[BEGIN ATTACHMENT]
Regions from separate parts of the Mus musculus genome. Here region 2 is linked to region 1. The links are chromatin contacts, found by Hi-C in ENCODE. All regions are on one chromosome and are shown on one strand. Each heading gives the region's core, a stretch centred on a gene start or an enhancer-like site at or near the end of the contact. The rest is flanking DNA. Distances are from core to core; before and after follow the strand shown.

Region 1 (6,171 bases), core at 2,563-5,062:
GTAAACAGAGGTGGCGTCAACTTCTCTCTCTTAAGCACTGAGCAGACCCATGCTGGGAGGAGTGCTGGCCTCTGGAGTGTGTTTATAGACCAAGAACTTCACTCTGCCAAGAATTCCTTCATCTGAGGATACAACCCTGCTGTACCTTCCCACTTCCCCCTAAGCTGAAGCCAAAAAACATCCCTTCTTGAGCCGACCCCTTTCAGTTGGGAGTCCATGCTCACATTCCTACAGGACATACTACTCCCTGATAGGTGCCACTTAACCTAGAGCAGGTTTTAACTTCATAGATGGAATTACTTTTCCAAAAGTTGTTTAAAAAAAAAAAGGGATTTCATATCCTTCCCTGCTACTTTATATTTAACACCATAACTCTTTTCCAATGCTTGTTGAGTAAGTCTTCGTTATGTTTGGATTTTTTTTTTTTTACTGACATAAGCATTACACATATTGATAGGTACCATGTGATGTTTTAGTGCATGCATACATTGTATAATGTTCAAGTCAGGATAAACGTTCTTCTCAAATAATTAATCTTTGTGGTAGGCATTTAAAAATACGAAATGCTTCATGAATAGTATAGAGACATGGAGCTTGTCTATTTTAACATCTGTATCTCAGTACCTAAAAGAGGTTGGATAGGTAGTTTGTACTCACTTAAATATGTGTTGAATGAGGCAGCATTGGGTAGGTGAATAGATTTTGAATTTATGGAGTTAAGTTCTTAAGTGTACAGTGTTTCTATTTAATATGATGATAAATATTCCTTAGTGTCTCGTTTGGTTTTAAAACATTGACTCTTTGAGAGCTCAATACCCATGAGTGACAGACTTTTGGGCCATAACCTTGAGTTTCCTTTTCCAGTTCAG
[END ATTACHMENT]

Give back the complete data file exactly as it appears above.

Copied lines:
Regions from separate parts of the Mus musculus genome. Here region 2 is linked to region 1. The links are chromatin contacts, found by Hi-C in ENCODE. All regions are on one chromosome and are shown on one strand. Each heading gives the region's core, a stretch centred on a gene start or an enhancer-like site at or near the end of the contact. The rest is flanking DNA. Distances are from core to core; before and after follow the strand shown.

Region 1 (6,171 bases), core at 2,563-5,062:
GTAAACAGAGGTGGCGTCAACTTCTCTCTCTTAAGCACTGAGCAGACCCATGCTGGGAGGAGTGCTGGCCTCTGGAGTGTGTTTATAGACCAAGAACTTCACTCTGCCAAGAATTCCTTCATCTGAGGATACAACCCTGCTGTACCTTCCCACTTCCCCCTAAGCTGAAGCCAAAAAACATCCCTTCTTGAGCCGACCCCTTTCAGTTGGGAGTCCATGCTCACATTCCTACAGGACATACTACTCCCTGATAGGTGCCACTTAACCTAGAGCAGGTTTTAACTTCATAGATGGAATTACTTTTCCAAAAGTTGTTTAAAAAAAAAAAGGGATTTCATATCCTTCCCTGCTACTTTATATTTAACACCATAACTCTTTTCCAATGCTTGTTGAGTAAGTCTTCGTTATGTTTGGATTTTTTTTTTTTTACTGACATAAGCATTACACATATTGATAGGTACCATGTGATGTTTTAGTGCATGCATACATTGTATAATGTTCAAGTCAGGATAAACGTTCTTCTCAAATAATTAATCTTTGTGGTAGGCATTTAAAAATACGAAATGCTTCATGAATAGTATAGAGACATGGAGCTTGTCTATTTTAACATCTGTATCTCAGTACCTAAAAGAGGTTGGATAGGTAGTTTGTACTCACTTAAATATGTGTTGAATGAGGCAGCATTGGGTAGGTGAATAGATTTTGAATTTATGGAGTTAAGTTCTTAAGTGTACAGTGTTTCTATTTAATATGATGATAAATATTCCTTAGTGTCTCGTTTGGTTTTAAAACATTGACTCTTTGAGAGCTCAATACCCATGAGTGACAGACTTTTGGGCCATAACCTTGAGTTTCCTTTTCCAGTTCAG